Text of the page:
In recent years, the disputed border between China and India has become the site of growing tensions. Chinese encroachment has sparked clashes along the mostly rugged, mountainous border, known as the Line of Actual Control (LAC), which threaten to lead to all-out conflict between the two Asian giants.
These mounting tensions affect the United States and its Indo-Pacific strategy. Military hostilities between the two large, nuclear-armed countries risk escalating into a conflagration that could involve a third nuclear power: Pakistan. Such a widening conflict would be catastrophic for the region, though it now remains a remote prospect. More likely, border tensions will continue to simmer as China and India strengthen their military capabilities and build up infrastructure along the border. Washington should assist New Delhi in deterring further Chinese attempts to nibble away at Indian territory and be ready to respond quickly in case events spiral out of control.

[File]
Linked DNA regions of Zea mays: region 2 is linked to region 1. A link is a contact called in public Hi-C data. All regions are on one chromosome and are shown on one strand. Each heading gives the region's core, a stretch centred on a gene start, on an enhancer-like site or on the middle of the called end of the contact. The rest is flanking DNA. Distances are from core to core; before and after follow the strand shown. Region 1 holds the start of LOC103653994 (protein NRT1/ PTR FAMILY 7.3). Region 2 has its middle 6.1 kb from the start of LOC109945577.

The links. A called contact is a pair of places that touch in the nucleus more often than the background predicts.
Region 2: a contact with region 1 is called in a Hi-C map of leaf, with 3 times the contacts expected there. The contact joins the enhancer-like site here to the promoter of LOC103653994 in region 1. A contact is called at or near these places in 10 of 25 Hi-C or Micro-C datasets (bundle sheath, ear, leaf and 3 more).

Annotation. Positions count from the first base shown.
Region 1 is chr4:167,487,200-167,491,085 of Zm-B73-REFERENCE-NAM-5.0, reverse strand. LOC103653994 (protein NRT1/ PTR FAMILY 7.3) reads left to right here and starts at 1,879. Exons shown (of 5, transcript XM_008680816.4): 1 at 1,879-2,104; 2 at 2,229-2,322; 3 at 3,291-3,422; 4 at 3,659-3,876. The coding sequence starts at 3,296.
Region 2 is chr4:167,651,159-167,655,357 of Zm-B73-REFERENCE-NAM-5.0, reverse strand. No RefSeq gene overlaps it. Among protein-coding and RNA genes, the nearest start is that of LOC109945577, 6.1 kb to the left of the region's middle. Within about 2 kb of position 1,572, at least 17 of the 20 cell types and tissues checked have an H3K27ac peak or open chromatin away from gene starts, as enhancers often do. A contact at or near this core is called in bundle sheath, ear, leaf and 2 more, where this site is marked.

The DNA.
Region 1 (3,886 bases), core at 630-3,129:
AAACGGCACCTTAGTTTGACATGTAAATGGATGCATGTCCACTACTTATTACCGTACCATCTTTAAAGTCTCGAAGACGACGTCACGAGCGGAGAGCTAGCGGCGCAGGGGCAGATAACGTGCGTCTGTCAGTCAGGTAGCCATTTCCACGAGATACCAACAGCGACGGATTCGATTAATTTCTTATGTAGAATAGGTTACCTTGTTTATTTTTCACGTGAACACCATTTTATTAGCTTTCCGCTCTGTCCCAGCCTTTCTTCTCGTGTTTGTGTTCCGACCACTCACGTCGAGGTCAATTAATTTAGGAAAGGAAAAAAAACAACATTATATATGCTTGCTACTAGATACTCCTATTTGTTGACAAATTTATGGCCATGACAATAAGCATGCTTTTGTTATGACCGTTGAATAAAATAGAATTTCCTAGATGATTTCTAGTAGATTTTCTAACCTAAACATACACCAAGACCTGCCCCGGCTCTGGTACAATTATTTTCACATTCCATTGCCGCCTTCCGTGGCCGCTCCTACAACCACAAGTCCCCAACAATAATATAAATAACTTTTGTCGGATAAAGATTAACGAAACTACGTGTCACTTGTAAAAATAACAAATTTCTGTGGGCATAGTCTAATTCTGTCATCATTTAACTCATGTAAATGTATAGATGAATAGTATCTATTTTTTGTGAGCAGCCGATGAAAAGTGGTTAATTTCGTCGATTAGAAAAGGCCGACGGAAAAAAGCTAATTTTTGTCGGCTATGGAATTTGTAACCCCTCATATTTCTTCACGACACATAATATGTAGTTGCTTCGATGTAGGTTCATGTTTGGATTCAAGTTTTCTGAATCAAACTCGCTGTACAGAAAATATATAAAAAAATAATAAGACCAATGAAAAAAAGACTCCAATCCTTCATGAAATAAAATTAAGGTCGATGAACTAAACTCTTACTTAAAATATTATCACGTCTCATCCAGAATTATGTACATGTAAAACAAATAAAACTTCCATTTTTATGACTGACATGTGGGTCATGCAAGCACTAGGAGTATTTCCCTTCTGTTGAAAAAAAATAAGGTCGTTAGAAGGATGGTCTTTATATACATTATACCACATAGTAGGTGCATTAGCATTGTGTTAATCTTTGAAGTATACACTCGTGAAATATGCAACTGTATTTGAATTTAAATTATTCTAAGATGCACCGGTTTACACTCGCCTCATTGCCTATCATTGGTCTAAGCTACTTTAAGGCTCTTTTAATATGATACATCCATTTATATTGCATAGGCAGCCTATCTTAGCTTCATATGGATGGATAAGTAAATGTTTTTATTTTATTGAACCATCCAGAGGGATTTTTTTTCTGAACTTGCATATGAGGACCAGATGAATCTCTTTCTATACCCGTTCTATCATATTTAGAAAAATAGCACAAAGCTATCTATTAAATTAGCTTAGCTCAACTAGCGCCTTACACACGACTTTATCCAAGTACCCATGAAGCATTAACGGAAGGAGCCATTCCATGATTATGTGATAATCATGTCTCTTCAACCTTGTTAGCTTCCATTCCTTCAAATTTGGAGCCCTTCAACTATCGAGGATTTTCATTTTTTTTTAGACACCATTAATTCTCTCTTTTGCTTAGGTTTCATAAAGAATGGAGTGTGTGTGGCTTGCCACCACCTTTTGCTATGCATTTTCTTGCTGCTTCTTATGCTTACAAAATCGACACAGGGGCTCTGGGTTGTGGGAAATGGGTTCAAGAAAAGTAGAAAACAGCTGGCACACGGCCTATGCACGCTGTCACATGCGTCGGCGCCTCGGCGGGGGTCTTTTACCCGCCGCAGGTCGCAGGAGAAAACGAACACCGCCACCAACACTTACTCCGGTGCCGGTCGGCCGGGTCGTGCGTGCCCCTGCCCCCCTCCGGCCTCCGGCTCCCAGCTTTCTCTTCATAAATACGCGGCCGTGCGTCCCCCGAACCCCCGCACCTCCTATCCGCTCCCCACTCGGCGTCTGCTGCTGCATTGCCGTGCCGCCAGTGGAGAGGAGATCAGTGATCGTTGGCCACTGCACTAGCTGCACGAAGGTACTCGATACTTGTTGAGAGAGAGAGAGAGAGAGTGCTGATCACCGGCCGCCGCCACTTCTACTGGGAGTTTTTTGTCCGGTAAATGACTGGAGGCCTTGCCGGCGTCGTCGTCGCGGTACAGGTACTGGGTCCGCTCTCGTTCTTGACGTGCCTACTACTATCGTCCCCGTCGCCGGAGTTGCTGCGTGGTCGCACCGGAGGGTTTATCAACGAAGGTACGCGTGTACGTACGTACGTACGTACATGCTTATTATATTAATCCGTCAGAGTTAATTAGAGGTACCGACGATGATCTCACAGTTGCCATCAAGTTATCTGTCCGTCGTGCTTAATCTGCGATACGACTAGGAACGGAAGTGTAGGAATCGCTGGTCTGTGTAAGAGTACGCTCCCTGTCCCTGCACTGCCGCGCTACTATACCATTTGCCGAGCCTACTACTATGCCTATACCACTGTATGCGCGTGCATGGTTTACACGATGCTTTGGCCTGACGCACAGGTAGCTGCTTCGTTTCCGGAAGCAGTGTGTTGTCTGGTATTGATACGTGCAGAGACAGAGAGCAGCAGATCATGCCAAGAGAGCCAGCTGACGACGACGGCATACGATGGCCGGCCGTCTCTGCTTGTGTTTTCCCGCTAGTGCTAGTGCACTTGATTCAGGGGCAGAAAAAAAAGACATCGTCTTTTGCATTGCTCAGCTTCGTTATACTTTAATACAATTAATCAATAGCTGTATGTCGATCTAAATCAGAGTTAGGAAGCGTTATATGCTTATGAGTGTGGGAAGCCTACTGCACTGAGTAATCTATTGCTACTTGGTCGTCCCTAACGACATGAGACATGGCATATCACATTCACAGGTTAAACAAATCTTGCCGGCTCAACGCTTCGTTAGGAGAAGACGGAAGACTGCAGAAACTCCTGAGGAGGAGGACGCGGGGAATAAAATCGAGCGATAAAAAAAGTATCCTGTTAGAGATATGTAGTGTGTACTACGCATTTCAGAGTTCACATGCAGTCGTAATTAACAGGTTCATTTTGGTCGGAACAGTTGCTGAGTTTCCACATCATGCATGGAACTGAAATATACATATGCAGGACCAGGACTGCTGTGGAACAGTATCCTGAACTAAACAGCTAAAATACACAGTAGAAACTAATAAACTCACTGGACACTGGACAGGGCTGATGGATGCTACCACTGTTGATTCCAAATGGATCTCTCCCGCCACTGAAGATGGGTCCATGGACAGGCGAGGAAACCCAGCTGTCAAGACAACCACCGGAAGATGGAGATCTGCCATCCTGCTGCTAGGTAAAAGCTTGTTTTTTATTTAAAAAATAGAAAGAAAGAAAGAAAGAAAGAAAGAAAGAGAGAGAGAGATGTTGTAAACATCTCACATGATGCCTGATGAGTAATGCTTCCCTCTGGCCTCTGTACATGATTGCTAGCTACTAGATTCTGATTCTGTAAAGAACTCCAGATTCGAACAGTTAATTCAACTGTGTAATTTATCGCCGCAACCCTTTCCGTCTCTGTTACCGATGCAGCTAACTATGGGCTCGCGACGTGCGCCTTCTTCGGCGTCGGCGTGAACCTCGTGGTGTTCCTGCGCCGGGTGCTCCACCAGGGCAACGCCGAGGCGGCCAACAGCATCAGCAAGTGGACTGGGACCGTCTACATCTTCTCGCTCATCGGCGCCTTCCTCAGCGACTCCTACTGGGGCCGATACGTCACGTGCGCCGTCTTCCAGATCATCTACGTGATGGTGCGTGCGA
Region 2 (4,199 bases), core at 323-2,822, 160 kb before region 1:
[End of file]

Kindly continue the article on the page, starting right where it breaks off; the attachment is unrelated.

If fighting intensifies along the LAC, the United States could support India diplomatically and militarily, but without trumpeting this assistance. Washington could find creative ways to bolster New Delhi's position even if it will not seek to mediate the conflict. But it must pay serious attention. The United States cannot simply ignore this escalating border dispute until it mushrooms into a full conflict, nor can it stay completely on the sidelines.…
The remander of this commentary is available at foreignaffairs.com.
Lisa Curtis is director of the Indo-Pacific Security Program at the Center for a New American Security. She previously served as deputy assistant to the president and NSC senior director for South and Central Asia from 2017 to 2021. Derek Grossman is a senior defense analyst at the nonprofit, nonpartisan RAND Corporation and an adjunct professor at the University of Southern California. He formerly served as the daily intelligence briefer to the assistant secretary of defense for Asian and Pacific security affairs at the Pentagon.
This commentary originally appeared on Foreign Affairs on February 15, 2023. Commentary gives RAND researchers a platform to convey insights based on their professional expertise and often on their peer-reviewed research and analysis.